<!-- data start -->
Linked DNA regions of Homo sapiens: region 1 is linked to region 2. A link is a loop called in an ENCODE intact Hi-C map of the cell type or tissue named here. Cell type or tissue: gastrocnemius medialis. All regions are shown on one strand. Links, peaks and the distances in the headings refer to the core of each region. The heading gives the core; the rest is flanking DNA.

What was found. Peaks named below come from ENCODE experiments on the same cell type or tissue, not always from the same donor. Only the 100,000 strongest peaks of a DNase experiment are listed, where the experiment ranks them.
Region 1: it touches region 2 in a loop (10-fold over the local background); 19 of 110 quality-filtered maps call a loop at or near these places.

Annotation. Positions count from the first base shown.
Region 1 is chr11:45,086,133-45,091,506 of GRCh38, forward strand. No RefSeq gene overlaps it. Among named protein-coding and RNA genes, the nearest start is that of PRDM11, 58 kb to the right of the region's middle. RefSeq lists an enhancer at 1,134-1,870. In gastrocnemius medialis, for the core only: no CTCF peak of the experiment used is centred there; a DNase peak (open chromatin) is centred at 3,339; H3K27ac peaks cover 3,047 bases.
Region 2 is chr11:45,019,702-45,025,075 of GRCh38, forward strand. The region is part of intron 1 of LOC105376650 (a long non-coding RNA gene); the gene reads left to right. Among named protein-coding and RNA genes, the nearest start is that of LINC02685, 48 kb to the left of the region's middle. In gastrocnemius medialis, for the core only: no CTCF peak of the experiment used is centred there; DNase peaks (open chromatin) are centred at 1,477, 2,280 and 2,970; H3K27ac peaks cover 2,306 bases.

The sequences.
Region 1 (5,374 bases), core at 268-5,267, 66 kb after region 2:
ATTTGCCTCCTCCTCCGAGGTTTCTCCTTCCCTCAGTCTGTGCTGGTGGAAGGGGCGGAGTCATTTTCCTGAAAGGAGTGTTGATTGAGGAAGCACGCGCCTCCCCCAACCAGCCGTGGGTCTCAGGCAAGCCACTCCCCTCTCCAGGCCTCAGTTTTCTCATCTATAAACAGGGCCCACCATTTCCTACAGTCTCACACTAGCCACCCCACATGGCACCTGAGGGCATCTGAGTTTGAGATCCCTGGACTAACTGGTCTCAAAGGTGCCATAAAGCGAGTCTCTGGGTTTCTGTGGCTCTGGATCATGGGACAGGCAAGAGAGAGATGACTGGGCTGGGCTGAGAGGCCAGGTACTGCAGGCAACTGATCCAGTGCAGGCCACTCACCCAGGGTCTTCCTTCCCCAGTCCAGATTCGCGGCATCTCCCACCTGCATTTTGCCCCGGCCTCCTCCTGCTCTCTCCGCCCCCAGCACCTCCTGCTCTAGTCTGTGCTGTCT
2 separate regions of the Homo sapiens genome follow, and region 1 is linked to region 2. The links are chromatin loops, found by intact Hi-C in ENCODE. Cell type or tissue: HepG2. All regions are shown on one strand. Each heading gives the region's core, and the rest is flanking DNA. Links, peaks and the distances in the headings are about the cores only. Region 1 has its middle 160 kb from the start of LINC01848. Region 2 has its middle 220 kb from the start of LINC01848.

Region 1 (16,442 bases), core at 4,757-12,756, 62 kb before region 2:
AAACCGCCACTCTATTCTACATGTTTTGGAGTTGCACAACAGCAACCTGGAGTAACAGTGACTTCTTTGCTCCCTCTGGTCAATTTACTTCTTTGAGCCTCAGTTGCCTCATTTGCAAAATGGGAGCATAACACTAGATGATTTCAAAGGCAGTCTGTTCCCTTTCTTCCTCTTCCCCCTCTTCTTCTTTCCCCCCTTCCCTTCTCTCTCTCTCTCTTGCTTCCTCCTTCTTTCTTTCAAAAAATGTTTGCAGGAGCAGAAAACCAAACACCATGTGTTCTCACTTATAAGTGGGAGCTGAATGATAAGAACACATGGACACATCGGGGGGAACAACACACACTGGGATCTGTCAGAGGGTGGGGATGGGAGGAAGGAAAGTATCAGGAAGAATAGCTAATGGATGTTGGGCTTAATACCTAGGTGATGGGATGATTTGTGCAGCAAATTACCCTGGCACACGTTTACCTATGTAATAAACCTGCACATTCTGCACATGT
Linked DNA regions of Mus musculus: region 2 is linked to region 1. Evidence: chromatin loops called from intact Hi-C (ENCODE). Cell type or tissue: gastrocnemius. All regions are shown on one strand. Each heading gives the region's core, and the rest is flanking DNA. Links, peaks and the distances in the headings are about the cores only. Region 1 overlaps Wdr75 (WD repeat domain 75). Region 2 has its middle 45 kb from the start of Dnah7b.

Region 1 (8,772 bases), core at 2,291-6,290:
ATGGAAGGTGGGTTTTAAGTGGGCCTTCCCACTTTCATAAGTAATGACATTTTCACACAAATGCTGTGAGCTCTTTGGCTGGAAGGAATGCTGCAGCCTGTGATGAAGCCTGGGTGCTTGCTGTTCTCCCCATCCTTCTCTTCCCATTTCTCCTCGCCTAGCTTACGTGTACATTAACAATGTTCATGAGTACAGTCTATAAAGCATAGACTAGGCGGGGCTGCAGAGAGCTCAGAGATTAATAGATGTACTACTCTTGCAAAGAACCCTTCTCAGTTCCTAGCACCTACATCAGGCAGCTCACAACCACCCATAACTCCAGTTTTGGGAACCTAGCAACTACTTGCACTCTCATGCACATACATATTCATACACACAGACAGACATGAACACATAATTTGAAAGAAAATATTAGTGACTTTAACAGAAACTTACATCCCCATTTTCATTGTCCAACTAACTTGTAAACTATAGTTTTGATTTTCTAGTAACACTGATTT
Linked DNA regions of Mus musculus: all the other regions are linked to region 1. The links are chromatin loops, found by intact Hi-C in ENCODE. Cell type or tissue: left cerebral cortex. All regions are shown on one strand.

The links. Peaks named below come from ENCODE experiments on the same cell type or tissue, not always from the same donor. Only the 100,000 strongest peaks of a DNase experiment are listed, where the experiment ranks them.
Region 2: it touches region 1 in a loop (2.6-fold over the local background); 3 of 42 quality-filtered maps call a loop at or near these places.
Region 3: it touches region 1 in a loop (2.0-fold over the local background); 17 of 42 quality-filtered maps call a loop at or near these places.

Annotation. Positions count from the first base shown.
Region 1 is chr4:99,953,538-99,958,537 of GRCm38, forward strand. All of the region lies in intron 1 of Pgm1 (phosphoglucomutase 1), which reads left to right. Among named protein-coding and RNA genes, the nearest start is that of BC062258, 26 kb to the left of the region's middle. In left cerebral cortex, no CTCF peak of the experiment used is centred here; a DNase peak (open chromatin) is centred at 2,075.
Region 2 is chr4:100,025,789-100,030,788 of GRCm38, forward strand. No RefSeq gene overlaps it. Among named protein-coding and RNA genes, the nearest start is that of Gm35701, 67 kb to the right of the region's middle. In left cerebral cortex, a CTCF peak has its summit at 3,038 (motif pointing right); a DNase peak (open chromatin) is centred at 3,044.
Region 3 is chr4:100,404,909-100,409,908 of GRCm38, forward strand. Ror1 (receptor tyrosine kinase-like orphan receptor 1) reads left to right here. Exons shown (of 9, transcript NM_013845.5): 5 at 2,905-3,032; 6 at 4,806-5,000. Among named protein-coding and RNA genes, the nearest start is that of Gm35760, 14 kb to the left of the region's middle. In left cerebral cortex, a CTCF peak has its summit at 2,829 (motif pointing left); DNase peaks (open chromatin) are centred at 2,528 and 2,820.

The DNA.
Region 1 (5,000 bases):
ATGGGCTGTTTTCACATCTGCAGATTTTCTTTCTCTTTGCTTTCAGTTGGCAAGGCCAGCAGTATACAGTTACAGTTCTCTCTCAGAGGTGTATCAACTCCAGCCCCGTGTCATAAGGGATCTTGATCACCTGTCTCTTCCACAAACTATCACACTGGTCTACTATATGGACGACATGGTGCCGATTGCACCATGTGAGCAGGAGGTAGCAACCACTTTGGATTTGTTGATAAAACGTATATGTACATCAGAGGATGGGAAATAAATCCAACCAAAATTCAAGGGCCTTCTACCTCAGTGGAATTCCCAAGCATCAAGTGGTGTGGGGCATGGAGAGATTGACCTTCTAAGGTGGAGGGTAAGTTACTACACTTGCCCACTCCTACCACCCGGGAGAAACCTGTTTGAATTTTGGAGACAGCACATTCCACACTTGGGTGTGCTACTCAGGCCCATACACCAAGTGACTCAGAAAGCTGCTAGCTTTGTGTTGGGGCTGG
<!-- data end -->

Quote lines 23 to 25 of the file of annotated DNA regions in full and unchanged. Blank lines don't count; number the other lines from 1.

Region 3 is chr4:100,404,909-100,409,908 of GRCm38, forward strand. Ror1 (receptor tyrosine kinase-like orphan receptor 1) reads left to right here. Exons shown (of 9, transcript NM_013845.5): 5 at 2,905-3,032; 6 at 4,806-5,000. Among named protein-coding and RNA genes, the nearest start is that of Gm35760, 14 kb to the left of the region's middle. In left cerebral cortex, a CTCF peak has its summit at 2,829 (motif pointing left); DNase peaks (open chromatin) are centred at 2,528 and 2,820.

The DNA.
Region 1 (5,000 bases):